Wardens assist the last surviving male northern white rhino named 'Sudan' as it grazes at the Ol Pejeta Conservancy in Laikipia national park, Kenya June 14, 2015. A cricket tournament was hosted at the home of the last surviving male northern white rhino, and hopes to raise awareness of the plight of endangered animals and the need for community involvement in conservation. REUTERS/Thomas Mukoya
Sudan, 36, a male Northern White Rhinoceros that was shipped to Kenya from the Czech Republic grazes at the Ol Pejeta Conservancy near Nanyuki town, 350 km (217 miles) north of the capital Nairobi January 19, 2010. Four rare, northern white rhinos, half the known population left in the world, were transported to Kenya from the Dvur Kralove zoo in northern Czech Republic in a last-ditch bid to save the species from extinction. White rhinos are the largest land mammals after elephants and typically live in herds of up to 14 animals. The numbers of the northern subspecies have plummeted from an estimated 500 in the 1970s due mainly to poachers. REUTERS/Noor Khamis (KENYA - Tags: ANIMALS SOCIETY)
A Northern White Rhino named Sudan walks into a crate at the zoo in Dvur Kralove nad Labem in the Czech Republic December 16, 2009. Eight white rhinos live in captivity - six at the zoo in Dvur Kralove and two in the San Diego zoo - and experts believe they are among the last of the species left on the planet, as the rest of the population were killed by war and the loss of their habitat in Africa. Officials at the Czech zoo said four of the rhinos will be moved to the Ol Pejeta reservation in Kenya on Saturday in an effort to conserve the population. REUTERS/Petr Josek (CZECH REPUBLIC - Tags: ANIMALS ENVIRONMENT SOCIETY)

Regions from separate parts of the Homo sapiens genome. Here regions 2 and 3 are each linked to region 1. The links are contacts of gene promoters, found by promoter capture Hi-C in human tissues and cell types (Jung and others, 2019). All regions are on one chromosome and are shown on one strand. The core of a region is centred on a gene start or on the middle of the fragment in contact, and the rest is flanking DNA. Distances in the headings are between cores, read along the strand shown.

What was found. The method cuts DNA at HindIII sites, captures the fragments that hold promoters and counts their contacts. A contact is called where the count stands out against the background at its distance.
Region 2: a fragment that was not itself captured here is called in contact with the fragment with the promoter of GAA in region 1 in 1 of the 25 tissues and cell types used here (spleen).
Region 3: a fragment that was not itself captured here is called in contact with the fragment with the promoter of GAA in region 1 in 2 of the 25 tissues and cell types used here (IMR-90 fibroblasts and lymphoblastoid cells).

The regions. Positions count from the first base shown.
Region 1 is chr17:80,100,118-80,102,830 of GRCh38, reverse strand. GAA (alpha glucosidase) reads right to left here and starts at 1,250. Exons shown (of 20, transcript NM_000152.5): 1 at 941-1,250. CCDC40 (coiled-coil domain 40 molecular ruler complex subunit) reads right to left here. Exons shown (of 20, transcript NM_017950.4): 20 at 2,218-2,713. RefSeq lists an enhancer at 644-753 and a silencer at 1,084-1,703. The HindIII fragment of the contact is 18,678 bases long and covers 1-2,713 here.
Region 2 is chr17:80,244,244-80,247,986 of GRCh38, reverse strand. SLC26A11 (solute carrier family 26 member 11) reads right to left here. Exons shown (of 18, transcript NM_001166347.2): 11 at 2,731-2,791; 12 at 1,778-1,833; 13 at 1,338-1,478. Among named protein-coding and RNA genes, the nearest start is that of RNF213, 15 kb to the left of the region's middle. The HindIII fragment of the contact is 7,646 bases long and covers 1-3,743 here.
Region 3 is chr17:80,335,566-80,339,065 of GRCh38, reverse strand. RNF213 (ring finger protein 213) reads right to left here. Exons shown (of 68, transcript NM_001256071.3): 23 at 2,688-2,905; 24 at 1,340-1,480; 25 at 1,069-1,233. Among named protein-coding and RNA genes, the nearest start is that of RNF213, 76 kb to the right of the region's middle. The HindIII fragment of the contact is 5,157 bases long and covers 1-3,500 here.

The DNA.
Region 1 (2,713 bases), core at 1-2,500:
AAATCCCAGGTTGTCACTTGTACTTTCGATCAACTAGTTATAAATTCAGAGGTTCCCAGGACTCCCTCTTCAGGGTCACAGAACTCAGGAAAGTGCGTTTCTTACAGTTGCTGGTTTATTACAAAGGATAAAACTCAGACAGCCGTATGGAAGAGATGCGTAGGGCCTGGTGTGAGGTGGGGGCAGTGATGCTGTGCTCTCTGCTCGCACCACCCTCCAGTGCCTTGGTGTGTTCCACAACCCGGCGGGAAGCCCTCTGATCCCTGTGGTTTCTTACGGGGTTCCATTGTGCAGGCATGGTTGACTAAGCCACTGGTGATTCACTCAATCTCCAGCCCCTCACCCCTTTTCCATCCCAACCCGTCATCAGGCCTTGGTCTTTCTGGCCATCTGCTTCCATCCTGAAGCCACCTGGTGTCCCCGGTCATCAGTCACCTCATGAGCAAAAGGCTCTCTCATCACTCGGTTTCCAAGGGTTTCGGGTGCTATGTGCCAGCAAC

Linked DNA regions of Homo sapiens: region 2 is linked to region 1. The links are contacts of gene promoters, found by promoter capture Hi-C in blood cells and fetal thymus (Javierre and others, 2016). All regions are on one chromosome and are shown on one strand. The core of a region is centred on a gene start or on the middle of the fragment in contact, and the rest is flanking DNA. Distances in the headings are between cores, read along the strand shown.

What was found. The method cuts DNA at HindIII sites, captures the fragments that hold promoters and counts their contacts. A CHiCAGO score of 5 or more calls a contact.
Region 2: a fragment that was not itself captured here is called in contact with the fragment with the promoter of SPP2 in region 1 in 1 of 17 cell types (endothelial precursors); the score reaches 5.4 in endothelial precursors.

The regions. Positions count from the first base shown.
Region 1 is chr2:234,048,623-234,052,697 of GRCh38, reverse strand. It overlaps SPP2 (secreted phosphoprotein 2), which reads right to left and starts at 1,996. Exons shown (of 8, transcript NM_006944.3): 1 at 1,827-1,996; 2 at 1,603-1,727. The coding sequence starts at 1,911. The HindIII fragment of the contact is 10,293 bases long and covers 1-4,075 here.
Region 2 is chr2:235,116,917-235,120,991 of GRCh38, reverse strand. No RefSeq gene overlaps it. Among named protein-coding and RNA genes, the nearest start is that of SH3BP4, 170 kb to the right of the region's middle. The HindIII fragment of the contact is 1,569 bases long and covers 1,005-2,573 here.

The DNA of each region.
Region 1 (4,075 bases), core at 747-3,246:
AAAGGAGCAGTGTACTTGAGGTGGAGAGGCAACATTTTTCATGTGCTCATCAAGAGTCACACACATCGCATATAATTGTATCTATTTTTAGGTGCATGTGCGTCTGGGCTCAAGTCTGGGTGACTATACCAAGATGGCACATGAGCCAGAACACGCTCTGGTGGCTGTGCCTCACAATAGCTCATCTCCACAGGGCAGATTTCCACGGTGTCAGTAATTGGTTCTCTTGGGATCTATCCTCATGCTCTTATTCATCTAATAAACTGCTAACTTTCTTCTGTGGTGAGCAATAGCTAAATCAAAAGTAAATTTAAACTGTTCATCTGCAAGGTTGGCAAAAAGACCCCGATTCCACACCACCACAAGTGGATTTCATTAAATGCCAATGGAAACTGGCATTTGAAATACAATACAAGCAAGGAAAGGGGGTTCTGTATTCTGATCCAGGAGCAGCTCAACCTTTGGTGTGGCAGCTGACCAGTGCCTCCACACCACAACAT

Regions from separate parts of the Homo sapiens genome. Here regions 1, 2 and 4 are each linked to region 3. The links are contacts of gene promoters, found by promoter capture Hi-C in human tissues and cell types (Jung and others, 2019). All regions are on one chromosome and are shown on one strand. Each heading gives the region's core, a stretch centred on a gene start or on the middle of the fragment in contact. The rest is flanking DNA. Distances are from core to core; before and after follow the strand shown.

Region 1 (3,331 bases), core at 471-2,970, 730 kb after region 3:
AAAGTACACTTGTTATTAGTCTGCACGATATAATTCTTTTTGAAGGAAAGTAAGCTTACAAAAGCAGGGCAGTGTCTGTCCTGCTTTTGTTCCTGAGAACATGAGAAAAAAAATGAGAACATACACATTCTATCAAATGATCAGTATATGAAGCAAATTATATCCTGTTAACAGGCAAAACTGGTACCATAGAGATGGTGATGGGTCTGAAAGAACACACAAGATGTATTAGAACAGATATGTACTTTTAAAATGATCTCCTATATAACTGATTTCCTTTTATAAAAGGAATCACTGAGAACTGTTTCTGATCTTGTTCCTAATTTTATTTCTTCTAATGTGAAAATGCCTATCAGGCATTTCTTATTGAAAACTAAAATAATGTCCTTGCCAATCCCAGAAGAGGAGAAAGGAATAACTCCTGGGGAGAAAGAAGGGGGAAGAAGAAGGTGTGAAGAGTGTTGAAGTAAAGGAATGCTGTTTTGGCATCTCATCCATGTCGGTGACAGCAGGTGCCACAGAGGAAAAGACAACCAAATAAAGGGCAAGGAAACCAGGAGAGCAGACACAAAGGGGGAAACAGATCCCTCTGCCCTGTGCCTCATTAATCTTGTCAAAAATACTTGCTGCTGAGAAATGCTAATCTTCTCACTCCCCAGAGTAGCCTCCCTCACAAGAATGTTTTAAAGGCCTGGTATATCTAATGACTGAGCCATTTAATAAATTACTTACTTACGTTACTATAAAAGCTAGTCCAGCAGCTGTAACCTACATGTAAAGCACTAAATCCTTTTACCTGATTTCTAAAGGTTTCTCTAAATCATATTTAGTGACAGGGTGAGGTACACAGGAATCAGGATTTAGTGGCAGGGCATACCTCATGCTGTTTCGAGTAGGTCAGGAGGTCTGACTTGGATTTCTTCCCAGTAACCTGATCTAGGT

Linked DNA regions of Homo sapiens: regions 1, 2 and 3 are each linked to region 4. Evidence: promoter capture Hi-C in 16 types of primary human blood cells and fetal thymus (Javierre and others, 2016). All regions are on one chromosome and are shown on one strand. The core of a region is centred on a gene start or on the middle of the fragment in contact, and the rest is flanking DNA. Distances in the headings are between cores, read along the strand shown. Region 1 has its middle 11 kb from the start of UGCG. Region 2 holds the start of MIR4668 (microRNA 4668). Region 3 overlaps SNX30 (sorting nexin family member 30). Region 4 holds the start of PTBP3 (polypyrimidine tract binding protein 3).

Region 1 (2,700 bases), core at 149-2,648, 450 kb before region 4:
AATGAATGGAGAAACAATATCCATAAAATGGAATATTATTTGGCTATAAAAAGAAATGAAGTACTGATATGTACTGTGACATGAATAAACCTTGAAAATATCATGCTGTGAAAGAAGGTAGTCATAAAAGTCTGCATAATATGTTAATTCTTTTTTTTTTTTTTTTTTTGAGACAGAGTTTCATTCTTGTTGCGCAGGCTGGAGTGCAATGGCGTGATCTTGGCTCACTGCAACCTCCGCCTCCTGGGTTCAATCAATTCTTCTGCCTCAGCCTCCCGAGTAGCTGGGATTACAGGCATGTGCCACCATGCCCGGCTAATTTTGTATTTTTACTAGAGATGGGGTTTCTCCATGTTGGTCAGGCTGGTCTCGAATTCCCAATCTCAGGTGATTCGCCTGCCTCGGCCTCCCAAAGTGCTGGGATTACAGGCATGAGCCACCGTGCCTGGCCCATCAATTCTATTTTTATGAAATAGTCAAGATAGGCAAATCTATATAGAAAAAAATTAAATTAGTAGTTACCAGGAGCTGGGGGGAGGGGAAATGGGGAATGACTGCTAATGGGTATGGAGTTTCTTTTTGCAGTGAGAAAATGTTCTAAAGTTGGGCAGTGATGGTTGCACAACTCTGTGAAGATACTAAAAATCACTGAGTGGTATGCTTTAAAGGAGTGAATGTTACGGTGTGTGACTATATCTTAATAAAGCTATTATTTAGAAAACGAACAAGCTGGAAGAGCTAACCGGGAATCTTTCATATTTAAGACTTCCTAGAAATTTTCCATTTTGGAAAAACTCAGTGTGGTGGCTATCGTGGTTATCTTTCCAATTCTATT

A close-up view of an eye of a Northern White Rhino named Sudan at the zoo in Dvur Kralove nad Labem in the Czech Republic December 16, 2009. Eight white rhinos live in captivity - six at the zoo in Dvur Kralove and two in the San Diego zoo - and experts believe they are among the last of the species left on the planet, as the rest of the population were killed by war and the loss of their habitat in Africa. Officials at the Czech zoo said four of the rhinos will be moved to the Ol Pejeta reservation in Kenya on Saturday in an effort to conserve the population. REUTERS/Petr Josek (CZECH REPUBLIC - Tags: ANIMALS ENVIRONMENT SOCIETY)